Critical Evaluation

(Critical Survey of Literature for Students)

The Second Shepherds’ Play is one of the best of the medieval mystery plays. Unlike the medieval morality play, which was allegorical in method and restricted to a few topics concerning salvation, the mystery play had much greater range in subject matter and characterization. Although originally limited to the dramatization of biblical events, mystery plays increasingly treated stories from Scripture and Church history with a good deal of latitude. The primary aim of this form of drama was the elucidation of biblical and traditional wisdom for the laity, but from the mystery play emerged the elements of Renaissance drama. In this evolutionary process, a group of plays called the Towneley cycle was very important and, of the Towneley plays, the most influential was The Second Shepherds’ Play.

The mystery play had its origin in an antiphonal part of the mass for Easter called the Quem quaeritis (Whom do you seek?), which was the forerunner of liturgical innovations that used dialogue, adapted from Scripture, to enliven the worship. As the dialogues expanded, they were moved out of the mass proper, where they were becoming a distraction, to other services such as matins. When the practice was extended to Christmas and other feasts, the range of subjects and the scope of dialogues were correspondingly amplified.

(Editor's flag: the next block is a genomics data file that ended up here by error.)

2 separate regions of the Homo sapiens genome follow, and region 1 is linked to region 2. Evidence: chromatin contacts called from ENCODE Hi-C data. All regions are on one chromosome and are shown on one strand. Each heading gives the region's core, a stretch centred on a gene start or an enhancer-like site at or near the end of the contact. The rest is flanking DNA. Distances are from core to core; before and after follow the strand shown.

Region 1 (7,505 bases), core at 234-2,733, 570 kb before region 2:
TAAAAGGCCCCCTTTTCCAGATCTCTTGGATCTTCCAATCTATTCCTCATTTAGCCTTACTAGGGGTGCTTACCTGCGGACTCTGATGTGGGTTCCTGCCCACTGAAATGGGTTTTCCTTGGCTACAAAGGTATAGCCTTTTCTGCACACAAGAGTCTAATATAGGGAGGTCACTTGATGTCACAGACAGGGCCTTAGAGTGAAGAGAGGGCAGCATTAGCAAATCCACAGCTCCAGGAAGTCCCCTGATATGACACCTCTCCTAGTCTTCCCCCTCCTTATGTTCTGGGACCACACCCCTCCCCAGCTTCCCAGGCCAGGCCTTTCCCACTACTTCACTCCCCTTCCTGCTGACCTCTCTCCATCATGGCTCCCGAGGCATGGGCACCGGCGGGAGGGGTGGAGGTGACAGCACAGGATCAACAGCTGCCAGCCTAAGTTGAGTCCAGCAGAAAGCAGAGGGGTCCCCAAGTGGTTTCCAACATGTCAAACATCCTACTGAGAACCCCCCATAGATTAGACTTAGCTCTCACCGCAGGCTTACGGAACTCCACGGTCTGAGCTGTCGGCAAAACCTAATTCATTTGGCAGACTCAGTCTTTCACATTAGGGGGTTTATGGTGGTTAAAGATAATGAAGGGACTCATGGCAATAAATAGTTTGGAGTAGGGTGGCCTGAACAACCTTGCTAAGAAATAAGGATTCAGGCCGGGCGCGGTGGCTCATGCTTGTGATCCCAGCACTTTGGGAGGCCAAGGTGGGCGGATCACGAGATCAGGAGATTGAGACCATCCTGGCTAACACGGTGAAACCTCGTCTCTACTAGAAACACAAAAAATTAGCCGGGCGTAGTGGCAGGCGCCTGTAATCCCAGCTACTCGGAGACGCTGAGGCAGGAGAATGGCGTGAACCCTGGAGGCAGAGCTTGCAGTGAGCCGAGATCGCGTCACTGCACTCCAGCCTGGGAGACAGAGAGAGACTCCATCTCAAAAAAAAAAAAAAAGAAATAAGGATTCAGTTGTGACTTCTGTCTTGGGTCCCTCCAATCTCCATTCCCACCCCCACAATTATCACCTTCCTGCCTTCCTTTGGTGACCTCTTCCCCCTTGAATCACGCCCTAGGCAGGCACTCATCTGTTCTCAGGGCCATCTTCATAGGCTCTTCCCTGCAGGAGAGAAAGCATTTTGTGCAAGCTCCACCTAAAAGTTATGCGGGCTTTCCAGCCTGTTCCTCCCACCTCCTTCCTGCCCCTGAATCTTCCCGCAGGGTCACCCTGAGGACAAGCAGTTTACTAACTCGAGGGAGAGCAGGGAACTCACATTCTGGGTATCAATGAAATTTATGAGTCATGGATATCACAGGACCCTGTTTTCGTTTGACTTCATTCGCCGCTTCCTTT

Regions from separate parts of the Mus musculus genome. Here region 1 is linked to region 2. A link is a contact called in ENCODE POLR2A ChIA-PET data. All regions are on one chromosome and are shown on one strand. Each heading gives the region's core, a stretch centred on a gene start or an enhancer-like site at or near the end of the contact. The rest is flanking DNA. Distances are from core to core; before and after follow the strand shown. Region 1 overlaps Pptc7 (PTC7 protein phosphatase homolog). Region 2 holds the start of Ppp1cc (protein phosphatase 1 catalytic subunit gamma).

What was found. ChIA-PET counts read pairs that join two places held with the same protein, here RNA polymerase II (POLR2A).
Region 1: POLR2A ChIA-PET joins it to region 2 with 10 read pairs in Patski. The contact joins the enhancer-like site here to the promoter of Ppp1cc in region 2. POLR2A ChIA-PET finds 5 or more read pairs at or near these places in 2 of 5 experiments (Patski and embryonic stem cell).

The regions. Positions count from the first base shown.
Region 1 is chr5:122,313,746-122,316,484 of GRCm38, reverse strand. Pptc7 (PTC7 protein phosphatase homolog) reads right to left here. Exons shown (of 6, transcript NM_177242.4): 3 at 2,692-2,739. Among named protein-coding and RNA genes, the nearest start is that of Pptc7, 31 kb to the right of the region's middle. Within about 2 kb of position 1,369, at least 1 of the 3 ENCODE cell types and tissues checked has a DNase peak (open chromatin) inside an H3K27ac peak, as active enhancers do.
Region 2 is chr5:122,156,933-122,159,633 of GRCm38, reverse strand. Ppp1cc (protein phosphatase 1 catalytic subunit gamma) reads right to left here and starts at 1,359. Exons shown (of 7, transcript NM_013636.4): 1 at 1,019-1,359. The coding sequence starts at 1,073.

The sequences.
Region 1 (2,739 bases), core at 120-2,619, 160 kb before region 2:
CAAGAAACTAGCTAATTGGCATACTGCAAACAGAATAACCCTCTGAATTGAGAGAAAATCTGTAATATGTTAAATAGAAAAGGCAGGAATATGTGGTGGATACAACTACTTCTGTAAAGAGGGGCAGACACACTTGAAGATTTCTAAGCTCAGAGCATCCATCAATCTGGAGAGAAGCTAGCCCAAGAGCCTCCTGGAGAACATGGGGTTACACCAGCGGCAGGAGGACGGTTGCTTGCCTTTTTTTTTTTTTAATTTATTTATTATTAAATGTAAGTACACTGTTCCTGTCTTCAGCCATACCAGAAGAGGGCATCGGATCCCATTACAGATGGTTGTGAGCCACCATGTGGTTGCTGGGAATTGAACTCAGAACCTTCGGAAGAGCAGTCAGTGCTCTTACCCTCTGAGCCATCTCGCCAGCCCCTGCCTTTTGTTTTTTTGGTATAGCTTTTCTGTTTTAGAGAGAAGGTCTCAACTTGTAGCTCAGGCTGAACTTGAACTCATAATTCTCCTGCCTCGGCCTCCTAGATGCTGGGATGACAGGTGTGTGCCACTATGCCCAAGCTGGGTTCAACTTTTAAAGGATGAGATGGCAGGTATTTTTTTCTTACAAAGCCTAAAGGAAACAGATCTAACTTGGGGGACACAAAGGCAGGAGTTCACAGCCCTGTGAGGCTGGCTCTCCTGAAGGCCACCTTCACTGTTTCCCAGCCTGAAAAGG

Eventually, the dialogues began to incorporate materials that were irrelevant, sometimes even inappropriate, to the liturgy. These rudimentary plays were removed from the church to the courtyard and finally to the marketplace, where they slipped out of clerical control. Responsibility for the productions was assumed by the civil authorities and delegated to appropriate guilds; the Noah plays, for example, were assigned to shipbuilders. There followed a slow process of secularization, although biblical themes survived into the sixteenth century.

Early in the fourteenth century, it became customary to perform the plays on the feast of Corpus Christi. Many towns, especially in the north of England, developed cycles of plays covering the whole range of biblical history. The largest extant group is the York cycle, but there were impressive collections at Norwich, Coventry, Newcastle, Chester, and elsewhere.

The Wakefield cycle was the most impressive, partly because of the enormously talented contributions of a...

(The entire section is 975 words.)